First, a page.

Ships could soon be steaming slower. File Image / Pixabay
IMO's latest GHG Working Group meeting in London this week has edged towards taking measures that would reduce the speed of ships, although a decision on exactly how it will achieve this has been left for another day.
The main proposals considered by the Group centred around limits to both the speed and power of ships, but the week ended with delegates only deciding to favour a goal-based approach to its CO2 reduction efforts.
With both options on the table, the various proposals have now been placed into two approach categories; technical approaches that include the power limit proposals from BIMCO, Greece, and the Energy Efficiency Existing Ship Index (EEXI) proposal from Norway and Japan; and operational approaches that include the speed limit proposals from France and environmental group collective Clean Shipping Coalition (CSC), as well as the so-called "Super SEEMP" proposals from Denmark among others.
UK Chamber of Shipping
there was no appetite for prescriptive speed reduction regulation
The lack of concrete decision making left proponents from sides with hope their preferred approach will win though.
The UK Chamber of Shipping, who is strongly opposed to speed limits, today said that after lengthy discussions by the Working Group "it was clear that there was no appetite for prescriptive speed reduction regulation."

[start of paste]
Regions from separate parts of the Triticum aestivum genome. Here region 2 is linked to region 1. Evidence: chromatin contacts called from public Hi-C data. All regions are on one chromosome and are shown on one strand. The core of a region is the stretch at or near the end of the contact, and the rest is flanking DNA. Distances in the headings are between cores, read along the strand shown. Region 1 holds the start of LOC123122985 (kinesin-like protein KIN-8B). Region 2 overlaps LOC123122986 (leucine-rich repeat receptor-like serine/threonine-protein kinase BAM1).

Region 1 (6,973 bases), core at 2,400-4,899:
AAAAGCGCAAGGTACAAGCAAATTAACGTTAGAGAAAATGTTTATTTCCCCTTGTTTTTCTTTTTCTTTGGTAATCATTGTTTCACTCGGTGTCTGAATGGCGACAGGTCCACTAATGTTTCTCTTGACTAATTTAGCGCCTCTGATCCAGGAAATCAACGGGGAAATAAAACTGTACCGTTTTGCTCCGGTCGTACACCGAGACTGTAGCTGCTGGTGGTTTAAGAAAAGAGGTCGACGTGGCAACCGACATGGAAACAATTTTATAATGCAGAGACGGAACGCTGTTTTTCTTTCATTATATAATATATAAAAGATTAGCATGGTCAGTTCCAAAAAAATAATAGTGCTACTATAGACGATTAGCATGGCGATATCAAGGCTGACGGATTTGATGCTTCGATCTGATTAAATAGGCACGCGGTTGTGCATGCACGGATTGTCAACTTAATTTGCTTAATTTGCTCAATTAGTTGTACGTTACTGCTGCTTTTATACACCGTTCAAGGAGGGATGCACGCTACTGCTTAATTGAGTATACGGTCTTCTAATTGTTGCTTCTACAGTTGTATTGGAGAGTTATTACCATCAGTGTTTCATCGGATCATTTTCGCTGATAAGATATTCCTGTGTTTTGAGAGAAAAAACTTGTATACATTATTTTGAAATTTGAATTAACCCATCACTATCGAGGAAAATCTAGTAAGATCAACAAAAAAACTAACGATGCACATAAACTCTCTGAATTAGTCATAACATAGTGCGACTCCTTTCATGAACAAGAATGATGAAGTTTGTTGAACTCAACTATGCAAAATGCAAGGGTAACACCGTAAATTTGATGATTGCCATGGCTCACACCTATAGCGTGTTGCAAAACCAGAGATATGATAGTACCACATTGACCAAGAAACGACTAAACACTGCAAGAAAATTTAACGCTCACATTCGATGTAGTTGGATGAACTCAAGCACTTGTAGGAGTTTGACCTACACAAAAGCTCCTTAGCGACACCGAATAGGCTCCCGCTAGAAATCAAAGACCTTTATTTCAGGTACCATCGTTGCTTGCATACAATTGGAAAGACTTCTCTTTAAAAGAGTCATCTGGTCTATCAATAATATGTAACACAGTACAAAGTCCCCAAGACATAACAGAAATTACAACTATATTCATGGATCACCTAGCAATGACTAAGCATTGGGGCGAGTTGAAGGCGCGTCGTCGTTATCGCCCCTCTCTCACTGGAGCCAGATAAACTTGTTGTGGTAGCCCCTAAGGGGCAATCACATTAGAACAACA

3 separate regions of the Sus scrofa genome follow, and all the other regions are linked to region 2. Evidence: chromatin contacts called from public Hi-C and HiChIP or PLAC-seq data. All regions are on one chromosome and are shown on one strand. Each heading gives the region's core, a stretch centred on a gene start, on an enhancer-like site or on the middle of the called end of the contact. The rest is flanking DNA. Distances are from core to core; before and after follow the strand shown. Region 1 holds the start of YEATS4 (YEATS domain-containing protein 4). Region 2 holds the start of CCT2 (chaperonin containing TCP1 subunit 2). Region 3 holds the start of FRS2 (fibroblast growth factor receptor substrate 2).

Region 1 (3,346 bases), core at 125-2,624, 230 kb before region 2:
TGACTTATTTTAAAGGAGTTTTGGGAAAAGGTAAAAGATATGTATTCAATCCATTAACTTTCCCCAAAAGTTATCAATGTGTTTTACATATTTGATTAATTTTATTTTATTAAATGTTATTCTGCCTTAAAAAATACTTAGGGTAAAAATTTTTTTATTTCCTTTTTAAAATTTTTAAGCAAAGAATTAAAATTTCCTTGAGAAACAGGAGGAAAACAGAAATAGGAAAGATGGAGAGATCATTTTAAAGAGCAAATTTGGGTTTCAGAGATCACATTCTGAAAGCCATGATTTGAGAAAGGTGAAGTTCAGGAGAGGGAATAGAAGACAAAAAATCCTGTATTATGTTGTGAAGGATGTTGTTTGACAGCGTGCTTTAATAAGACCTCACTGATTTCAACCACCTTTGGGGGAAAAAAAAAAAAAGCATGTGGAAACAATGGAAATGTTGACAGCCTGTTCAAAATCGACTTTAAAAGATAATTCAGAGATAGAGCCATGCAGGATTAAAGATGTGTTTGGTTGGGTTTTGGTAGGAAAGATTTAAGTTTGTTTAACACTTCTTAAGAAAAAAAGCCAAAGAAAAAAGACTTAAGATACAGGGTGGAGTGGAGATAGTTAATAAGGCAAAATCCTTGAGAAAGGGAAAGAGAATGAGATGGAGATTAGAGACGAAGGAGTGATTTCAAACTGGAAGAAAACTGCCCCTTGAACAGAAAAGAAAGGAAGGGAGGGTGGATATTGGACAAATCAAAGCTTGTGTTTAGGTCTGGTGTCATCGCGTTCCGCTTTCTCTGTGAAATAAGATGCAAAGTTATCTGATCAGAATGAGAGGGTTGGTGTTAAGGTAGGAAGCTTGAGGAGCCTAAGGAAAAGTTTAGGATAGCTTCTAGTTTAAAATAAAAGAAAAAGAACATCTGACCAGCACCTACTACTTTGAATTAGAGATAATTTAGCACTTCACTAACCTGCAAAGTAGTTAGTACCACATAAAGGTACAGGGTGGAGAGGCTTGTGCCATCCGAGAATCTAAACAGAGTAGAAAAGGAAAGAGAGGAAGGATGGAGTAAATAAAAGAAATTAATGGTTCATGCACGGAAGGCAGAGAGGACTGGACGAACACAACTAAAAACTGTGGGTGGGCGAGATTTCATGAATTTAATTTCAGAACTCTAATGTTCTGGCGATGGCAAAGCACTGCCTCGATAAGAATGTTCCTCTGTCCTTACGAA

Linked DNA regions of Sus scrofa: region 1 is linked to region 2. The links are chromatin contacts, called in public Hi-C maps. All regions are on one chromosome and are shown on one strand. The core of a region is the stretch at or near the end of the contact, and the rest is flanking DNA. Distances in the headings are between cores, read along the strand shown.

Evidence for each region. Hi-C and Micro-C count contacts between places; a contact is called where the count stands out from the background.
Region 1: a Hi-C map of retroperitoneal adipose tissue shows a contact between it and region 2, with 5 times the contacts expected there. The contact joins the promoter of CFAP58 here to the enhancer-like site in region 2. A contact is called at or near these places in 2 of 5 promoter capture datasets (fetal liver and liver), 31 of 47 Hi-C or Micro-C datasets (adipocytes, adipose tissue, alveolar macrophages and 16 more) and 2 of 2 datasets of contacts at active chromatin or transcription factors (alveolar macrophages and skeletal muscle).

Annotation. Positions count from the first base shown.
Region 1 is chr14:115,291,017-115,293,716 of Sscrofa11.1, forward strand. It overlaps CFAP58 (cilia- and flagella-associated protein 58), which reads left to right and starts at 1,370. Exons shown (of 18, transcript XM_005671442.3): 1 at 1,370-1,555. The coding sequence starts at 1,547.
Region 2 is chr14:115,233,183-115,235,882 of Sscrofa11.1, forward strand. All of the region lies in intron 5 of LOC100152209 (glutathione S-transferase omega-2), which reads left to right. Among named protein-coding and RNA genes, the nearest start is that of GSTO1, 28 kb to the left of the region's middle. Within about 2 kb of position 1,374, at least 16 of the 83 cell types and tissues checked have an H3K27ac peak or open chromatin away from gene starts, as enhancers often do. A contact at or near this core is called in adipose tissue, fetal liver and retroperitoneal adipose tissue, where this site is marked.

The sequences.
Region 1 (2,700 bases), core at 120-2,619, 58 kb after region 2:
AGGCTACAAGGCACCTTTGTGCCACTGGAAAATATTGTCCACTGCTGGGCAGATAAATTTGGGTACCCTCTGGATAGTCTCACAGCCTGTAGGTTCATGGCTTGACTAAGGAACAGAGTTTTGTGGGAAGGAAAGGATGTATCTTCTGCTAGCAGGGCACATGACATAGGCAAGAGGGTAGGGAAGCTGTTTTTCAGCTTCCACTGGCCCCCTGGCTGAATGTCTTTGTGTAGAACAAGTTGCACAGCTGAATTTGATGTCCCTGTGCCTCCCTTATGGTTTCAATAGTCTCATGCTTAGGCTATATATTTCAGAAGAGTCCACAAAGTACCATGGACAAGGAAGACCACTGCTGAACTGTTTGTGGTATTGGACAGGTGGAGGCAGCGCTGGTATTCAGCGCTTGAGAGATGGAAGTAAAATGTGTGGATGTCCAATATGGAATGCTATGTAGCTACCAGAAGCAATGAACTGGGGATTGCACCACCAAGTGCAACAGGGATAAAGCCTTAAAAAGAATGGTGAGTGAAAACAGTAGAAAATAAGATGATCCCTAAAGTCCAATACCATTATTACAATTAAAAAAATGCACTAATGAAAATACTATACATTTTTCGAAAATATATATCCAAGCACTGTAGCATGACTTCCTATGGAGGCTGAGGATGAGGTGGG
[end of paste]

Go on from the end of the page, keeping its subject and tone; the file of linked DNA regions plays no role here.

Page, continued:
CSC member Seas at Risk, meanwhile, took heart from the fact there was "widespread acceptance by IMO member states and industry that ship speed is one of the most important factors affecting GHG emissions", and noted its proposal was one of the operational measures to be taken forward.
Critics of power reduction proposals also feel IMO yesterday was shown compelling evidence that they will not work as intended, but IMO must also consider evidence to suggest hard speed limits will also not have the desired outcome.
The merits of both approaches will now be discussed at IMO's next meeting on the matter in March 2020, but however that eventually plays out it does now seem the industry is heading towards slower vessel speeds as a result.
"All delegations admit that what all technical and goal based proposals are really about is reducing ship speeds," James Gamble, Arctic Program Director, Pacific Environment, said following the conclusion of this week's meeting.
"We would be well served to directly regulate speed as the simplest and most effective solution."